New Strategy Unveiled Obama's Half-Hearted Nuclear Turnaround

With his new nuclear doctrine, Barack Obama wants to pave the way to a nuclear weapons-free world. For the first time, the US is abandoning its past threat of responding to conventional threats with nuclear weapons. But when it comes to the dangers posed by Iran, North Korea and terrorists, the president hasn't offered any new solutions.

US President Barack Obama, seen here with Secretary of State Hillary Clinton, has unveiled his new nuclear weapons strategy.

US President Barack Obama, seen here with Secretary of State Hillary Clinton, has unveiled his new nuclear weapons strategy.

By in New York

"Movie night" is a time-honored tradition in the White House. For decades, US presidents have invited hand-picked guests of honor to the plush red screening room in their residence. Generally, the repertoire includes the latest blockbusters or old favorites like "Casablanca" or the "The Bridge on the River Kwai."

But US President Barack Obama often goes beyond the multiplex in choosing his fare. On Tuesday night, for example, he offered a real mood dampener: "Nuclear Tipping Point," a documentary film about the threat of nuclear terrorism -- and the dream of a nuclear weapons-free world.

He invited four gray-haired luminaries of the US security policy scene: former Secretaries of State Henry Kissinger and George Shultz, former Defense Secretary Bill Perry and Sam Nunn, a legendary arms expert and former senator. It was no coincidence, either: "Nuclear Tipping Point" is partly based on interviews with the quartet, who together have been fighting for years for the elimination of all nuclear weapons.

There was also no coincidence in the timing: On Tuesday, Obama presented the United States' new nuclear doctrine. The long-awaited, 72-page position paper represents the first step towards the implementation of a dramatic vision that Obama first spoke of one year ago on Prague's Charles Bridge. "I state clearly and with conviction America's commitment to seek the peace and security of a world without nuclear weapons," he said in his speech set against the picturesque backdrop.

As has happened with so many of Obama's promises, though, initially the only thing to come out of this was a compromise -- one that doesn't really satisfy anyone. His adopted motto: a little peace.

Break with the Past

Still, the so-called Nuclear Posture Review (NPR) could represent a break with the past. With his new doctrine, Obama is seeking to reduce the global nuclear threat by strongly and declaratively limiting, for the first time, the US prerogative, dating back to the Cold War, that Washington can deploy nuclear weapons against any country at any time. From now on, Washington has pledged to no longer threaten other countries -- at least those states that do not possess nuclear weapons and are signatories to the Nuclear Nonproliferation Treaty -- with a nuclear attack.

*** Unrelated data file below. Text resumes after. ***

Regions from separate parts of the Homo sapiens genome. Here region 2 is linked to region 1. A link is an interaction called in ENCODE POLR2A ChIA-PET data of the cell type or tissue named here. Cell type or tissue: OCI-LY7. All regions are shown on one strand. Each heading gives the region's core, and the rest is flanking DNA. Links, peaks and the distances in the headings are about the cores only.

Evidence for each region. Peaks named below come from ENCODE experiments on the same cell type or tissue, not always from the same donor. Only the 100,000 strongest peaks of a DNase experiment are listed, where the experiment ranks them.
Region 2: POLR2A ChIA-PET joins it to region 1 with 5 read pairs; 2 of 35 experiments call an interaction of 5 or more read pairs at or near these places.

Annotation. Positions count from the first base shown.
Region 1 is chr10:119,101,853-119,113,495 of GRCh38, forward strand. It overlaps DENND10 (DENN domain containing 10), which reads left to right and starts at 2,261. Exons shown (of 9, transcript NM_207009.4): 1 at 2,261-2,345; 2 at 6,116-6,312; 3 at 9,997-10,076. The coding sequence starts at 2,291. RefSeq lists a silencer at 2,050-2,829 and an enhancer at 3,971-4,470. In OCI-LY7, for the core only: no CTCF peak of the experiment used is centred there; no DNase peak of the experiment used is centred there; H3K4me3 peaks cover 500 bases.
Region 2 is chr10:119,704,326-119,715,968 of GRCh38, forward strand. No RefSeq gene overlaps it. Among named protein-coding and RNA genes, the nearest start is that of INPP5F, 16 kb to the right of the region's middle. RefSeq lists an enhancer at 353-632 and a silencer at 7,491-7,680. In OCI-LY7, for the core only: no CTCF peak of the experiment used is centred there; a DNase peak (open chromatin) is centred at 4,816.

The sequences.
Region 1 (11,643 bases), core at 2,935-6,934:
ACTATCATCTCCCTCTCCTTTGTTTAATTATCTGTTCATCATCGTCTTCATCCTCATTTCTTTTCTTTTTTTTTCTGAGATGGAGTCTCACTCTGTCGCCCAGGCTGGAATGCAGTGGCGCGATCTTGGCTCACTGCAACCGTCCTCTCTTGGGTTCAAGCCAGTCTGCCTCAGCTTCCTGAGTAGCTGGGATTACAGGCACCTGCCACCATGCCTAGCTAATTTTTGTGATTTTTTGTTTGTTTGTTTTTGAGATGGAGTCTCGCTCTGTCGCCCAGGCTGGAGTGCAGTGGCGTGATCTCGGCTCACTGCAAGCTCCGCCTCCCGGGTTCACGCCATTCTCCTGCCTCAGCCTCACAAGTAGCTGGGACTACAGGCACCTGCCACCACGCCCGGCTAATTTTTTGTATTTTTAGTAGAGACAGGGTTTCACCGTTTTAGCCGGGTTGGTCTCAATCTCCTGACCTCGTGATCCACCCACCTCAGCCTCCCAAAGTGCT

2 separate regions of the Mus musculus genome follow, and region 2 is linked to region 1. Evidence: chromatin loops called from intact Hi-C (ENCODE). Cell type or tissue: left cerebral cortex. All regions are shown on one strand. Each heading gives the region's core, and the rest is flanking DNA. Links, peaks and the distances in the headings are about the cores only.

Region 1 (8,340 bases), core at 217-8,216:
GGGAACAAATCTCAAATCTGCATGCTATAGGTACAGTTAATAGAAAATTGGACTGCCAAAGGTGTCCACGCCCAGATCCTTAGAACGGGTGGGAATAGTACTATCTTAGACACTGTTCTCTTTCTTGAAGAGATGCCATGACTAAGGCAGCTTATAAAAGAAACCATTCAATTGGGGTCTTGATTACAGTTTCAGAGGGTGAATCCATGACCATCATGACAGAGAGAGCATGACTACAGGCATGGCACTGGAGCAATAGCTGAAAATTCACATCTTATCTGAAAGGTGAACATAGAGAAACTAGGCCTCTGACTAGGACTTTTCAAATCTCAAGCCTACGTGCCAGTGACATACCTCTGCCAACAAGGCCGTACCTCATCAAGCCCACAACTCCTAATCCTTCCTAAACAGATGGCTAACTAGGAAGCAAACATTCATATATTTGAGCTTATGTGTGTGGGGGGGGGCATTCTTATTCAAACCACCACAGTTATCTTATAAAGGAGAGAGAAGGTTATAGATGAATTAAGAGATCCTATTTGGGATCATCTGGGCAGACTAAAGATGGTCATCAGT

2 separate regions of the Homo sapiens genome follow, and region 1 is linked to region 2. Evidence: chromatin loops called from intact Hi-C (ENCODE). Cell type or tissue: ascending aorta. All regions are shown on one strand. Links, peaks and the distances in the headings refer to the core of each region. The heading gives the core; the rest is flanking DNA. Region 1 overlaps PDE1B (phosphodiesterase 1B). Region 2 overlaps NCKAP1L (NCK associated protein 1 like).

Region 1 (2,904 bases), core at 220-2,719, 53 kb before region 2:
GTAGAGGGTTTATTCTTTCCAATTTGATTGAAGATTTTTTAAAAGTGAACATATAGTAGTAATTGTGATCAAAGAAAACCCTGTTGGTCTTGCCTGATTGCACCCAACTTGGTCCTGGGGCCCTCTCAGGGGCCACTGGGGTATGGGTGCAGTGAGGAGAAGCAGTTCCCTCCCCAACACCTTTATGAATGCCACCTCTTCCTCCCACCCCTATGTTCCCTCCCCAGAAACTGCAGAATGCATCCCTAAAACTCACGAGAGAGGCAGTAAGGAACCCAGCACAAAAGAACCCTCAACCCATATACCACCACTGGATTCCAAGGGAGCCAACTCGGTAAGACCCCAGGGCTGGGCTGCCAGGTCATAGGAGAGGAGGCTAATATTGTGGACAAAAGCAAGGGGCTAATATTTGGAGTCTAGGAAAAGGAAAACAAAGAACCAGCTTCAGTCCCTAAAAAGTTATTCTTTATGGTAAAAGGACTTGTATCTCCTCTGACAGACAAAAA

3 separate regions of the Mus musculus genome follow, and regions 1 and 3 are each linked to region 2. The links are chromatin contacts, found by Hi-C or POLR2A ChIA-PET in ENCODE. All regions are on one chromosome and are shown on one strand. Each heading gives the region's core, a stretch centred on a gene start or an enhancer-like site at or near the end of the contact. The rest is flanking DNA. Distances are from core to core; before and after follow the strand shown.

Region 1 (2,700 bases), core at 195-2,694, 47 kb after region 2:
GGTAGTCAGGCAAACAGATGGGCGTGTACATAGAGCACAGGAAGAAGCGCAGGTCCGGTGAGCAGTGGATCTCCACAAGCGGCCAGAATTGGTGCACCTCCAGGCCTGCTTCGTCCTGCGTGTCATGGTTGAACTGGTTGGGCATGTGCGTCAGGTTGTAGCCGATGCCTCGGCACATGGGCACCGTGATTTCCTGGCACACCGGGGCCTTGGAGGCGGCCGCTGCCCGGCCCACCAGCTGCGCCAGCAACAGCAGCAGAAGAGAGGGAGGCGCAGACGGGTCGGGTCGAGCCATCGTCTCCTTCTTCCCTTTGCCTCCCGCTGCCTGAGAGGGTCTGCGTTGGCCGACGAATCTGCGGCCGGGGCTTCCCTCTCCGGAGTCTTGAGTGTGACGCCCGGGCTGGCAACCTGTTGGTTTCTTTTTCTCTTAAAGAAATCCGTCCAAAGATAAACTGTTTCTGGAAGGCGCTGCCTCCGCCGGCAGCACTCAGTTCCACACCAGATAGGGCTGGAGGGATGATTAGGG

The new stance represents a renunciation of the view that the deterring power of nuclear weapons also keeps conventional opponents in their place. "Our nuclear arsenal also helps deter enemies from using chemical and biological weapons," Defense Secretary Robert Gates said as recently as October 2008, in a speech given at the Carnegie Endowment for International Peace. At the time, he was still serving under Obama's predecessor in the White House, George W. Bush. Now, however, the terms are to be stricter: Conventional weapons must be deployed against conventional threats, and the specter of nuclear weapons can only be raised against a nuclear threat.

That potential threat is limited to a relatively small group of nuclear powers -- many of which are allied with the US. According to the Federation of American Scientists, the list of countries includes, in addition to the US, the United Kingdom, Russia, France, China, India, Pakistan, North Korea and (though the government officially pursues a policy of ambiguity) Israel.

Obama Personally Edited Text

Reactions to Obama's nuclear shift were predictable. For some, the strategy isn't far-reaching enough. Paul Ingram, executive director of the British American Security Information Council, said the moves represented an "unconvincing balancing act," adding: "There's no real indication of the deep shifts in thinking necessary to begin giving up the nuclear fix."

Others, though, complain that the policy has no teeth. "The president's dream of a worldwide liberal utopia is going to undermine the security of the United States," Peter King, the top Republican on the House Committee on Homeland Security, said in an interview with the New York Post newspaper.

But this polarization also mirrors the internal debate between the Pentagon, State Department and White House. The discussions were so heated than the release of the White House nuclear review was delayed by four months. Finding a formulation that everyone could agree to ultimately required 102 meetings. The White House even consulted with Congress and foreign partners. And Obama reportedly took the step of personally editing the text himself on numerous occasions. One member of Obama's government described the process as having taken "darn near forever."


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